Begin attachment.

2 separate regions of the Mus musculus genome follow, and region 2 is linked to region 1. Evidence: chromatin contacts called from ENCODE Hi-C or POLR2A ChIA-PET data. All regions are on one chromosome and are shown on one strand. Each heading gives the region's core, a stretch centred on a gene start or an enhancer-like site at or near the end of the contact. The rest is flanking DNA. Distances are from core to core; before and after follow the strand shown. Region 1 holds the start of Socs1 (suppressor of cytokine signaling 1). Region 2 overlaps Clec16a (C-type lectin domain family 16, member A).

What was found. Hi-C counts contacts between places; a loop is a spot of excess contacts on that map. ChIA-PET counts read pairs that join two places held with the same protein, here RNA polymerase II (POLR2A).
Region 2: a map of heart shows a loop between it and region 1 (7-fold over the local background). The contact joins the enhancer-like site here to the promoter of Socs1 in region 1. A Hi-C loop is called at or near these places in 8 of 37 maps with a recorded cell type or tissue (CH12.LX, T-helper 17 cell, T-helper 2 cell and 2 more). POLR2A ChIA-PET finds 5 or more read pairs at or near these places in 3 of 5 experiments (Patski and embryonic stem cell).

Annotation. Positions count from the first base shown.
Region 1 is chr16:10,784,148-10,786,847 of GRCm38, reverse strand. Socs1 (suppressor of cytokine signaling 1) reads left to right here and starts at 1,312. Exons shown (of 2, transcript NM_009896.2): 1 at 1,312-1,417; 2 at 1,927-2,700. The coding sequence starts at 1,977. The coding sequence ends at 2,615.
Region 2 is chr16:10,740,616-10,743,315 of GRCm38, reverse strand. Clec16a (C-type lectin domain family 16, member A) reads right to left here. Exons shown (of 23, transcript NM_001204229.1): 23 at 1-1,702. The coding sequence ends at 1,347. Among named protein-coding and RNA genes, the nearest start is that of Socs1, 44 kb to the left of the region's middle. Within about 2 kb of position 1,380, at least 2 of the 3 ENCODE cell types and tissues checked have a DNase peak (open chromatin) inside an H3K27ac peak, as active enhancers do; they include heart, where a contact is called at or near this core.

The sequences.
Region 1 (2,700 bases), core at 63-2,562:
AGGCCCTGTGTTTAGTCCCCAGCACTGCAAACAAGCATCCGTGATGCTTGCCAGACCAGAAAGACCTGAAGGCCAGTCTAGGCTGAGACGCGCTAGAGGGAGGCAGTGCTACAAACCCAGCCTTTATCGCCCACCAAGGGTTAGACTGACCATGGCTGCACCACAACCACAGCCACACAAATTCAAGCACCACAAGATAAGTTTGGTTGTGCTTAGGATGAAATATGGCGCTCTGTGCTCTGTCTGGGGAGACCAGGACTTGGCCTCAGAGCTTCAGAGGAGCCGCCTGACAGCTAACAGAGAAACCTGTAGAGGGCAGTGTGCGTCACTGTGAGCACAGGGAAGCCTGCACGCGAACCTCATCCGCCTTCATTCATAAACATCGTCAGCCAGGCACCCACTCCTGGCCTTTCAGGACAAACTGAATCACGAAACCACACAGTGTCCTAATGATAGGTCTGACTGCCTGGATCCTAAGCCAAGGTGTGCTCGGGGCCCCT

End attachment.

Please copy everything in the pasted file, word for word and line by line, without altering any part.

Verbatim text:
2 separate regions of the Mus musculus genome follow, and region 2 is linked to region 1. Evidence: chromatin contacts called from ENCODE Hi-C or POLR2A ChIA-PET data. All regions are on one chromosome and are shown on one strand. Each heading gives the region's core, a stretch centred on a gene start or an enhancer-like site at or near the end of the contact. The rest is flanking DNA. Distances are from core to core; before and after follow the strand shown. Region 1 holds the start of Socs1 (suppressor of cytokine signaling 1). Region 2 overlaps Clec16a (C-type lectin domain family 16, member A).

What was found. Hi-C counts contacts between places; a loop is a spot of excess contacts on that map. ChIA-PET counts read pairs that join two places held with the same protein, here RNA polymerase II (POLR2A).
Region 2: a map of heart shows a loop between it and region 1 (7-fold over the local background). The contact joins the enhancer-like site here to the promoter of Socs1 in region 1. A Hi-C loop is called at or near these places in 8 of 37 maps with a recorded cell type or tissue (CH12.LX, T-helper 17 cell, T-helper 2 cell and 2 more). POLR2A ChIA-PET finds 5 or more read pairs at or near these places in 3 of 5 experiments (Patski and embryonic stem cell).

Annotation. Positions count from the first base shown.
Region 1 is chr16:10,784,148-10,786,847 of GRCm38, reverse strand. Socs1 (suppressor of cytokine signaling 1) reads left to right here and starts at 1,312. Exons shown (of 2, transcript NM_009896.2): 1 at 1,312-1,417; 2 at 1,927-2,700. The coding sequence starts at 1,977. The coding sequence ends at 2,615.
Region 2 is chr16:10,740,616-10,743,315 of GRCm38, reverse strand. Clec16a (C-type lectin domain family 16, member A) reads right to left here. Exons shown (of 23, transcript NM_001204229.1): 23 at 1-1,702. The coding sequence ends at 1,347. Among named protein-coding and RNA genes, the nearest start is that of Socs1, 44 kb to the left of the region's middle. Within about 2 kb of position 1,380, at least 2 of the 3 ENCODE cell types and tissues checked have a DNase peak (open chromatin) inside an H3K27ac peak, as active enhancers do; they include heart, where a contact is called at or near this core.

The sequences.
Region 1 (2,700 bases), core at 63-2,562:
AGGCCCTGTGTTTAGTCCCCAGCACTGCAAACAAGCATCCGTGATGCTTGCCAGACCAGAAAGACCTGAAGGCCAGTCTAGGCTGAGACGCGCTAGAGGGAGGCAGTGCTACAAACCCAGCCTTTATCGCCCACCAAGGGTTAGACTGACCATGGCTGCACCACAACCACAGCCACACAAATTCAAGCACCACAAGATAAGTTTGGTTGTGCTTAGGATGAAATATGGCGCTCTGTGCTCTGTCTGGGGAGACCAGGACTTGGCCTCAGAGCTTCAGAGGAGCCGCCTGACAGCTAACAGAGAAACCTGTAGAGGGCAGTGTGCGTCACTGTGAGCACAGGGAAGCCTGCACGCGAACCTCATCCGCCTTCATTCATAAACATCGTCAGCCAGGCACCCACTCCTGGCCTTTCAGGACAAACTGAATCACGAAACCACACAGTGTCCTAATGATAGGTCTGACTGCCTGGATCCTAAGCCAAGGTGTGCTCGGGGCCCCT